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Dennis Hopper: Movie Maniac
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For a man who appeared in so few horror pictures, there was always something frightening about Dennis Hopper. As an artist and a man, he seemed to pursue madness. For half his life he lived on a diet of booze and amphetamines, pushing his body to the brink of destruction and inviting stories of a man out of control. There are tales of him pulling knives on co-stars, threats of violence and of him drinking his way into character. Charles Manson saw him as a kindred spirit and begged Hopper to play him onscreen. Look into his eyes on any film following Easy Rider (1968) and they show a man who has stared into the abyss.
In front of camera, Hopper was equally out of control, playing men who were either on the brink of mental collapse - the abused outlaw in Mad Dog Morgan (1976) - or totally engulfed in psychosis - Blue Velvet's Frank Booth (1986). In these parts he pushed movie realism to its limits, frothing at the mouth, sobbing uncontrollably, pounding on anyone within reach, screaming, wailing, f**king, begging, tormenting. These baroque performances in lesser hands (Nic Cage) can look phony but with Hopper it seemed like nothing he hadn't already done for himself. When petitioning for the part of the psychotic killer in Blue Velvet, he worried the hell out of director David Lynch by claiming, "I am Frank Booth."
Ironically Hopper didn't fully get into deranged bad guy mode until he'd sobered up. Perhaps the absence of mind-altering substances gave him clarity to really drag out his demons for the camera. In Blue Velvet, his Frank Booth is one of the most terrifying characters ever brought to the screen. Sucking back violently on amyl nitrate, he is a monster who wants to revert to the innocence of childhood but cannot control his nihilistic tendencies. He makes us watch as he beats Isabella Rosellini and drags Kyle MacLachlan into the maggot-infested hell south of suburbia. It a performance so intensely perverse it feels like his gaze may fall on us at any second -- catching us watching.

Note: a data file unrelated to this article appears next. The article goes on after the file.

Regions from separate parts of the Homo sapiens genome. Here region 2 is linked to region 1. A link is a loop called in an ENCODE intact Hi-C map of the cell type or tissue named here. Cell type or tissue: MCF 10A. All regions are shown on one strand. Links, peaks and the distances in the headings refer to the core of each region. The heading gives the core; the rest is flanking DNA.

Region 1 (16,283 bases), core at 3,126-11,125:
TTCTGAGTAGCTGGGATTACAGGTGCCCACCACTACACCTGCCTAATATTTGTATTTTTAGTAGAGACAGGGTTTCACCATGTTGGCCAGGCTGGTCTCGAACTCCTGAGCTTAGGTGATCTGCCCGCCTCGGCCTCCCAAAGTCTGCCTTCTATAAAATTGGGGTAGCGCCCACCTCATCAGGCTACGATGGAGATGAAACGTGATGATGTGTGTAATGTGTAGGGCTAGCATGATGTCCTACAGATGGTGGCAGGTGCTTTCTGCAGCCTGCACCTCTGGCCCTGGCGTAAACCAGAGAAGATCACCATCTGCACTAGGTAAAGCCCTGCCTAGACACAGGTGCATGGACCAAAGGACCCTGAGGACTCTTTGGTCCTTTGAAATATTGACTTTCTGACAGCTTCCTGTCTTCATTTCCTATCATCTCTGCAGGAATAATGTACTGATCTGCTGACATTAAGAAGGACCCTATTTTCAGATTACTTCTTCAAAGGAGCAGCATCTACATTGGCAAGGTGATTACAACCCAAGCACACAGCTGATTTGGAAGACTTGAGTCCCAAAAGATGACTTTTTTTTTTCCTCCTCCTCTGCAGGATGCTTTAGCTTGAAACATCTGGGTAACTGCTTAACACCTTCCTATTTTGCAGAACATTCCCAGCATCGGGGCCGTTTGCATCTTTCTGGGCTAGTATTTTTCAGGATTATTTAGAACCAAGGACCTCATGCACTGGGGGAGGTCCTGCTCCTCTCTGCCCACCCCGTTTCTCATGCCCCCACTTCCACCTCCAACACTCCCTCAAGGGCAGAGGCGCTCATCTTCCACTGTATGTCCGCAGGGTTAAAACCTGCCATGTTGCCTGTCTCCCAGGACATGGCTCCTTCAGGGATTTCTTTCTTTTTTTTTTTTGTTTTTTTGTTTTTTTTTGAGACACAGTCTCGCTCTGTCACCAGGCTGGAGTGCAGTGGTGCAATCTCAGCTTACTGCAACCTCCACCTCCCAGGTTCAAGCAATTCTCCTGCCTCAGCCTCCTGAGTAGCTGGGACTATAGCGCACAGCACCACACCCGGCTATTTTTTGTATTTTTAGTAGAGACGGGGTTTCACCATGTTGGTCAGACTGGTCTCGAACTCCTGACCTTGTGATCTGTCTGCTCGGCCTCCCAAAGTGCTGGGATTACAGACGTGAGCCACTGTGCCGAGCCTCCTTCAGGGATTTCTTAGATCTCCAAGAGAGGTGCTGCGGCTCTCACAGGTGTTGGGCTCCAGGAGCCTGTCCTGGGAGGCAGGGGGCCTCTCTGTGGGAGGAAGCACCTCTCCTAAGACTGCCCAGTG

The same year he appeared in one of his few authentic horror pictures - The Texas Chainsaw Massacre 2. Hopper was cast as the good guy, a sheriff looking for the killers of his family (Sally and Francis from part one). However his obsession goes beyond upholding justice and, picking up a small arsenal of chainsaws, goes hunting the cannibalistic family. In one of his few heroic performances Hopper is mad as a bag of snakes - ruddy faced, wild-eyed and talking constantly with God. "Lord you show me the end," he screams. "Show me what I fear, so I don't fear it no more." Hopper's journey into his own heart of darkness seemed never to let up and singlehandedly he made an uninspired sequel a curiosity worthy of our attention.
In the mid 90s he turned this energy toward a series of raving bad guy parts. He was the mad bomber in Speed (1994), a greasy pirate in Waterworld (1995) and a dinosaur in Super Mario Bros (1993). In 2005 he reined himself in for George A. Romero's Land of the Dead and played a villain in the George W. Bush/Donald Rumsfeld vein. More subdued than usual, Hopper still got to have fun and, with mischievous, deadpan relish, delivered one of the films most iconic lines - "Zombies, man. They freak me out." Around the same time Hopper appeared in several horror pictures, but rather than offering him expression, films like Firestarter 2 (2002), The Keeper (2003) and House of 9 (2004) were straight to DVD fodder that did little but pay the man's bills.
With his passing it's tempting to say Dennis Hopper will leave a hole in cinema. But this is not so. During his lifetime there was little he did not do and the movies will always remain full of his charm, his fearlessness and his mania. He touched horror on screen and in real life, but he came out of it a better, wiser human being. Sure, he was frightening, but I think we liked to be scared by him, and he knew it too.